Guards lose jobs as boss unable to pay

Thuli Zungu Consumer Line
Security gurds work under dangerous conditions for little pay but their bosses can be vulnerable to nonpayment./123RF
Security gurds work under dangerous conditions for little pay but their bosses can be vulnerable to nonpayment./123RF

It is not only security guards who claim that they are exploited in the private security industry, so are their employers, Consumer Line has learnt.

Five security officers alleged that Thulani Mavume exploited their services as they were not paid their monthly salary in January when he abruptly terminated their contracts.

Lesego Mmusi, Albert Radebe, Delani Mtshali, Khonzile Miya and Thulani Gama said since they were employed by Mavume in 2015 they never experienced problems and were shocked when their employment was terminated without prior notice.

The security guards said they all earned R4,100 if they worked for 21 days a month.

Miya of Soweto, said they worked 30 days between December and January and it is that salary Mavume owes them. "We were very happy working for him, but I'm disappointed that Mavume dumped us like that," she said.

Mmusi said if it was not for her boyfriend she did not know where her next plate of food would come from and who would be paying her rent in a backroom she rents in Naledi as she was also orphaned.

Mavume said he too was owed by the trustees of Jabulani Manor, Jabulani Heights and Jabulani Brooke as they had not paid him a bill of R147,747 for security services.

Consumer Line has seen e-mails in which Mavume begs the trustees of the housing estates to pay him to no avail.

He also enlisted the services of Clientele Legal, but no response has been forthcoming from the owner of these three properties where Mavume rendered security services.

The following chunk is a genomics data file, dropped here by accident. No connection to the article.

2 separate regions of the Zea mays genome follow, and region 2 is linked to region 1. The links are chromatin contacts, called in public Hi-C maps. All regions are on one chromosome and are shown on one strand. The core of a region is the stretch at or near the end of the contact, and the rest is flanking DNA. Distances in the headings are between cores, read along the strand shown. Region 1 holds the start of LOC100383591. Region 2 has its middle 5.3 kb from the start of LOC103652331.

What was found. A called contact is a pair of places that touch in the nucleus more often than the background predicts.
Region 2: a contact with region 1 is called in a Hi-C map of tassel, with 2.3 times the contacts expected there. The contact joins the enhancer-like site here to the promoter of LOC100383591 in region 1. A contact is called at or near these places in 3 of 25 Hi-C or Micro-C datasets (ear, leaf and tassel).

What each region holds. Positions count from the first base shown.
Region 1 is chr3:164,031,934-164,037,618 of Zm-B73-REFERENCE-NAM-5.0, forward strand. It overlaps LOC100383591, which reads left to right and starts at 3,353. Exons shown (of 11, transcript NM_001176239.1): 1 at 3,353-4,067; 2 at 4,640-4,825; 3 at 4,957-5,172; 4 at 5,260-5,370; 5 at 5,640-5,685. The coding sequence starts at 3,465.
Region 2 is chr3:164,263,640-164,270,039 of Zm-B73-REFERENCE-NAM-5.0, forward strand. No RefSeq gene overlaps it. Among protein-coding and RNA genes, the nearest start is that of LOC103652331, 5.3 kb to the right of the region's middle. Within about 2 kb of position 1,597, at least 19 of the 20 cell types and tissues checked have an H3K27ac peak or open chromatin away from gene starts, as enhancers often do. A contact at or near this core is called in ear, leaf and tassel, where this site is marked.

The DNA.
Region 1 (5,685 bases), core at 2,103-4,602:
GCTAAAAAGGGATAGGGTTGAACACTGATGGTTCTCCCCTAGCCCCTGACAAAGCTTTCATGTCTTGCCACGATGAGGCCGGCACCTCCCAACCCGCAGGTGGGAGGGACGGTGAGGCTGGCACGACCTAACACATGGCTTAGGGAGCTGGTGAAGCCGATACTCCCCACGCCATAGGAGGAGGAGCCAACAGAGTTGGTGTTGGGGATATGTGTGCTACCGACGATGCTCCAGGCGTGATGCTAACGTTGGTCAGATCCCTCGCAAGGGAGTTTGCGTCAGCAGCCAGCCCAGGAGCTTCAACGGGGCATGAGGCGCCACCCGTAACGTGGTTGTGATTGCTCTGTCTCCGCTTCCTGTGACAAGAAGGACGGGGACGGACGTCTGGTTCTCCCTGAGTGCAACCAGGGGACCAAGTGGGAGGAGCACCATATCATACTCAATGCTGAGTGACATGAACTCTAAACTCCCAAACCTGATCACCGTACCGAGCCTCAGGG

"It is practically impossible to sustain or maintain all operations on these sites. It is also incomprehensibly disturbing that up to date, from the inception of the security services on site, there were no service levels tabled except for the attempts, recommendations and constant consultations with ever-changing trustees to address the security deficiencies at the complex and there was no courtesy of cooperation," read Mavume's communication.

In his e-mail he also raised his concerns that his company has not been paid the annual 10% increment from the month of June until now.

Mavume said his company was running at a loss because it was also not paid for the December and January festive season special operations.

Abiel Modipa, a representative of the trustees of the three body corporate, said when the contract was terminated Mavume was told no payment would be made for the final month of service as he was paid one month in advance when the contract commenced.

"Annual increases were never discussed so no budget was provided and therefore no money is due to the contractor."

Modipa said the trustees were not aware of the letters of demand issued by the Mavume's lawyer, which Consumer Line later showed him.

"Consider the response on this inquiry as final. No further comments will be provided till the matter is formerly concluded by the trustees' attorneys," he said. �

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